While you can create your own peanut butter with little more than a roasting pan and a blender, making actual cooking oil from peanuts requires an oil press. Presses designed for home use allow you to feed seeds and nuts into the top, and, by cranking the handle, collect peanut oil underneath it. An attached oil lamp, or press cage, gently warms and softens the nuts, making them easier to process. Use the crushed nut meats in baked goods, as a compost material, or to feed backyard livestock.
Shell the peanuts. For every 4.5 pounds of peanuts you process, you can expect about 1 quart of peanut oil.
Attach the oil press to your work surface with the clamp included with it. Preheat the press cage attached to the oil press, according to the manufacturer's instructions. This normally involves setting up a wick and kerosene oil, and setting the gauge for the lamp to begin burning. Let the press cage heat for 10 minutes.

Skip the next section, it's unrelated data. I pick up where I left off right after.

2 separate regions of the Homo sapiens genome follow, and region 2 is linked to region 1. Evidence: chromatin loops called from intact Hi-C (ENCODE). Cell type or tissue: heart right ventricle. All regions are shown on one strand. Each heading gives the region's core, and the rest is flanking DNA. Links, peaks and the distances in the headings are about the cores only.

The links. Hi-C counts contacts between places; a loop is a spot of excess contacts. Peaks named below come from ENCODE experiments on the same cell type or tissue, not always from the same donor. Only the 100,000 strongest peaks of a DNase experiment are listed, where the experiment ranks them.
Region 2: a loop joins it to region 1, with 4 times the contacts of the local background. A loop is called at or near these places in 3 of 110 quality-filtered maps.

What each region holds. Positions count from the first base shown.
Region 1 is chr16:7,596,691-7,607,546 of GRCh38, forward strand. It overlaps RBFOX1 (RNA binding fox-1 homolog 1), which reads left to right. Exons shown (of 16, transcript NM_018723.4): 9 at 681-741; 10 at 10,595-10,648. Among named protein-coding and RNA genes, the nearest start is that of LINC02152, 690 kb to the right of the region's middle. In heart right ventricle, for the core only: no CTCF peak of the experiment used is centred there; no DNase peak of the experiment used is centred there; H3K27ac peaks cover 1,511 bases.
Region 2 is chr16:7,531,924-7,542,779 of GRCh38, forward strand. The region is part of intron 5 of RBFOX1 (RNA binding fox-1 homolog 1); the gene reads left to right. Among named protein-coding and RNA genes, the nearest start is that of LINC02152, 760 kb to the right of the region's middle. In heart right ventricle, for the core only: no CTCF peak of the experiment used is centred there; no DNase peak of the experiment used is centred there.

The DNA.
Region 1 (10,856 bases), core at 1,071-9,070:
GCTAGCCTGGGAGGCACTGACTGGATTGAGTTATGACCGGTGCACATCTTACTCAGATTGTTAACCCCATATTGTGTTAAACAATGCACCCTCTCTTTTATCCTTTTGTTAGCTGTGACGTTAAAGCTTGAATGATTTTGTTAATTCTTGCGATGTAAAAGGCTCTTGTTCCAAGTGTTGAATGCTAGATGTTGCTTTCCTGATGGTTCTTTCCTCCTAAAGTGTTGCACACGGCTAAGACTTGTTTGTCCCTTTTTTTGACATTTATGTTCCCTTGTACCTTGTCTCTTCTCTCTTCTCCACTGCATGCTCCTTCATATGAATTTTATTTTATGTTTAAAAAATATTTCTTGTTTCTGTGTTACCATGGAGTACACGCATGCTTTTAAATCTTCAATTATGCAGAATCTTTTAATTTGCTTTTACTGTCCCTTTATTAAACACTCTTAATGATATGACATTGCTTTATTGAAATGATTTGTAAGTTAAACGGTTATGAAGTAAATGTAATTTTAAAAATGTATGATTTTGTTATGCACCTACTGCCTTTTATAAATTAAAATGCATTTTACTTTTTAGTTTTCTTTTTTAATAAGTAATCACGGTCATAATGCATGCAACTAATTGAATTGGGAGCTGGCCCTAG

Place a funnel into the feed inlet and a sturdy jar to catch the oil just under the oil outlet. It's also helpful to set a paper plate under the spout that expels the nut solids.
Fill the funnel about halfway with peanuts. Begin turning the crank of the oil press.
Continue adding peanuts to the feed inlet as you turn the crank of the press. Check the jar to ensure that oil is coming out of the oil press as you turn the crank.
Leave the oil to stand in the jar for 24 hours. Once the particles have settled to the bottom, strain the oil through a sieve into a clean bottle or jar, leaving the sediment-like material behind.
Seal the bottle or jar tightly, and store it away from heat and light.
Some oil press manufacturers may specify that shelling is not needed to process peanuts into peanut oil. Taking the time to shell the peanuts, however, makes the cranking go easier, and also enables you to use the nut-cake byproduct in cooking.
Keep peanut oil in a dark cupboard rather than in the refrigerator.
Making the oil in small batches may be prudent while you are new to oil making. Commercial peanut oils can last about 6 months at room temperature, but the potential for bacteria getting into home-processed foods is higher. Discard any oil that looks, smells or tastes off to you.